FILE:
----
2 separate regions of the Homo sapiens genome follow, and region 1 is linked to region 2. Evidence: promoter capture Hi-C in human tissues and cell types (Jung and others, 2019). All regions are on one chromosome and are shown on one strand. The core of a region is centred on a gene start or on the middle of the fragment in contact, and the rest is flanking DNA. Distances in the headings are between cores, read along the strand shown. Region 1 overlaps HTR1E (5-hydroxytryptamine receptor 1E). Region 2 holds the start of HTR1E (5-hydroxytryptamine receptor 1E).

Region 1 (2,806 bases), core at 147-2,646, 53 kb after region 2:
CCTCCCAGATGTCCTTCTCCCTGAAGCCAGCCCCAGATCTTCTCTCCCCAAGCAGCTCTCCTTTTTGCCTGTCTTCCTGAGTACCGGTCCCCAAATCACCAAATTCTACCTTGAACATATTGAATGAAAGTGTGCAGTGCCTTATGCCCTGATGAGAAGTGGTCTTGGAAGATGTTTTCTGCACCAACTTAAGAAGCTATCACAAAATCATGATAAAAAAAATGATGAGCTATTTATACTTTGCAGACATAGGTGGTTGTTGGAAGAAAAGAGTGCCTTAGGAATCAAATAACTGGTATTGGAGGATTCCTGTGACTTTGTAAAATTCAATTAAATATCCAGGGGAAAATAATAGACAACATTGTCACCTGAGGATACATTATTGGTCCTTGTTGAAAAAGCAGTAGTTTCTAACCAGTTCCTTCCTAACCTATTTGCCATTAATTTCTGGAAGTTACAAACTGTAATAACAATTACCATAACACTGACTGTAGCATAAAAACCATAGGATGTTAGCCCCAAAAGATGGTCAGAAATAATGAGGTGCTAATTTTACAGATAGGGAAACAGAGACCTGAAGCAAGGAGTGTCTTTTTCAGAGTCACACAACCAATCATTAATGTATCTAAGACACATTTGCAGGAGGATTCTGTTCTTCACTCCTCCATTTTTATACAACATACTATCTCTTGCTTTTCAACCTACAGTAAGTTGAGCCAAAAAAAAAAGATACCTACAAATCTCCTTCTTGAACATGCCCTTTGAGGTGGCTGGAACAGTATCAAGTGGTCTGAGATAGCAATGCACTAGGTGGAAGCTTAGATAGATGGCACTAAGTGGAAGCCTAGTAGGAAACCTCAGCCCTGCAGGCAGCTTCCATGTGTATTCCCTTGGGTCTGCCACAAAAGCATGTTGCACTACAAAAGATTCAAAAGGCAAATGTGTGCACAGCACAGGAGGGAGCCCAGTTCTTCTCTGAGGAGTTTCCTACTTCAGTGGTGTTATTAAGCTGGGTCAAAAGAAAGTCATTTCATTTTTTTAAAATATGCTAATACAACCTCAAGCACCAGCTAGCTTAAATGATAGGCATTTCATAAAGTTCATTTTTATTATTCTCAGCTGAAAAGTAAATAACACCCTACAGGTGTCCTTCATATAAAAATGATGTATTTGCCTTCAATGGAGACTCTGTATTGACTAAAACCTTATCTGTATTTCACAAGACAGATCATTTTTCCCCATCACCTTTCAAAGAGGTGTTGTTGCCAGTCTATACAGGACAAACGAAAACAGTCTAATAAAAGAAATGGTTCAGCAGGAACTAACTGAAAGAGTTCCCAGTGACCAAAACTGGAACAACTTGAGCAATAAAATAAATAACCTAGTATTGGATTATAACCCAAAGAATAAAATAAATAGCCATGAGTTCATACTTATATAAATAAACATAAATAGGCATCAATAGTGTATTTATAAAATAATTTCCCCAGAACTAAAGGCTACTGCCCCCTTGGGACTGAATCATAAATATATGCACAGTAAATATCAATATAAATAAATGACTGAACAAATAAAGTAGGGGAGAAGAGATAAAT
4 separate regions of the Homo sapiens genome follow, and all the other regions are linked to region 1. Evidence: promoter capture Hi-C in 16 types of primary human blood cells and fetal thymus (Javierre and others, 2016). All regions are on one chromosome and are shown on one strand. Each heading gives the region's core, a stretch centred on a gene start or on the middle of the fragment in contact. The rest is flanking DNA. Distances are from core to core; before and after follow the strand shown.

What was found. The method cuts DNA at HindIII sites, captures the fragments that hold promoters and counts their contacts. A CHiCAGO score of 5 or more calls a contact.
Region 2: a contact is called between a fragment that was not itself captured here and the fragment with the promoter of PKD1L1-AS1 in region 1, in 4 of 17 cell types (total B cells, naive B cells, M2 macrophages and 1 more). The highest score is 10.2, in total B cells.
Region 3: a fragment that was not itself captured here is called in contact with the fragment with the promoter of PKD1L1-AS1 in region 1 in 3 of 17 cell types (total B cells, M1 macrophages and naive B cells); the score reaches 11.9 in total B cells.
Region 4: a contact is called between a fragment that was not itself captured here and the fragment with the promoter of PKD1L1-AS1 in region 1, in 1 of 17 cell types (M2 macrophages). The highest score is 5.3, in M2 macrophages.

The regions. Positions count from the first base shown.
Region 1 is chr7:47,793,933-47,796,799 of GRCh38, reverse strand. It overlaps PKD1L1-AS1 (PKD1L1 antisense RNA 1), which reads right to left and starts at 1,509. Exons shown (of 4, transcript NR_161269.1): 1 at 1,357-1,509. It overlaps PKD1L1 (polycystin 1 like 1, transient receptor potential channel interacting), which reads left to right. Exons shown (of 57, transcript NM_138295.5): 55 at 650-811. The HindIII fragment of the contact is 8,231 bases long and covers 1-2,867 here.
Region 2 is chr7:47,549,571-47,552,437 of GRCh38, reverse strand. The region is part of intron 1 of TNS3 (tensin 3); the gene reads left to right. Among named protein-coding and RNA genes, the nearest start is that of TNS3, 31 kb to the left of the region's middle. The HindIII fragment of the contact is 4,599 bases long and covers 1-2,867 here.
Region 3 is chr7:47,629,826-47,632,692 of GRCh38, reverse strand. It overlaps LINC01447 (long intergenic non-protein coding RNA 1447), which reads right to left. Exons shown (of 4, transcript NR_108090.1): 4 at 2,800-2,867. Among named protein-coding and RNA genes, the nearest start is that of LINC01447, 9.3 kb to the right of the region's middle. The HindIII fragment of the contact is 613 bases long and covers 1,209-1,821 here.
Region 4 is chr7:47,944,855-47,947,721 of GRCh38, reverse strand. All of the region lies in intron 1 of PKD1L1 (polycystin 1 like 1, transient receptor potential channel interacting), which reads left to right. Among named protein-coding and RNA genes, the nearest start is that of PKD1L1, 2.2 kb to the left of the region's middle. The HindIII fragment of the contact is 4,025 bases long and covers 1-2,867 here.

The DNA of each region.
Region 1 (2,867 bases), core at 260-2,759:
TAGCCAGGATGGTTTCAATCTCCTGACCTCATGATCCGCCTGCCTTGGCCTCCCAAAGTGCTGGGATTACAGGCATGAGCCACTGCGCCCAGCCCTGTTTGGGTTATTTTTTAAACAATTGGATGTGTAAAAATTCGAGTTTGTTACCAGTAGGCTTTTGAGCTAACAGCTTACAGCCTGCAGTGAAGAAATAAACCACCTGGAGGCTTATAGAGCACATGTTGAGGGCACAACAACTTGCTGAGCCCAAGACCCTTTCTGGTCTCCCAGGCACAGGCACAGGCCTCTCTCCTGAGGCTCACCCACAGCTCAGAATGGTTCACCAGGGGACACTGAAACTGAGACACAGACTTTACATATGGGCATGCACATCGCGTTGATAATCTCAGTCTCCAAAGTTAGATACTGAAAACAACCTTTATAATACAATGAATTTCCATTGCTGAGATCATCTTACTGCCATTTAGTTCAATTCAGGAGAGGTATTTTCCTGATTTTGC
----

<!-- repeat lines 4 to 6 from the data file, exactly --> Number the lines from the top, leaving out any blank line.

4 separate regions of the Homo sapiens genome follow, and all the other regions are linked to region 1. Evidence: promoter capture Hi-C in 16 types of primary human blood cells and fetal thymus (Javierre and others, 2016). All regions are on one chromosome and are shown on one strand. Each heading gives the region's core, a stretch centred on a gene start or on the middle of the fragment in contact. The rest is flanking DNA. Distances are from core to core; before and after follow the strand shown.

What was found. The method cuts DNA at HindIII sites, captures the fragments that hold promoters and counts their contacts. A CHiCAGO score of 5 or more calls a contact.
Region 2: a contact is called between a fragment that was not itself captured here and the fragment with the promoter of PKD1L1-AS1 in region 1, in 4 of 17 cell types (total B cells, naive B cells, M2 macrophages and 1 more). The highest score is 10.2, in total B cells.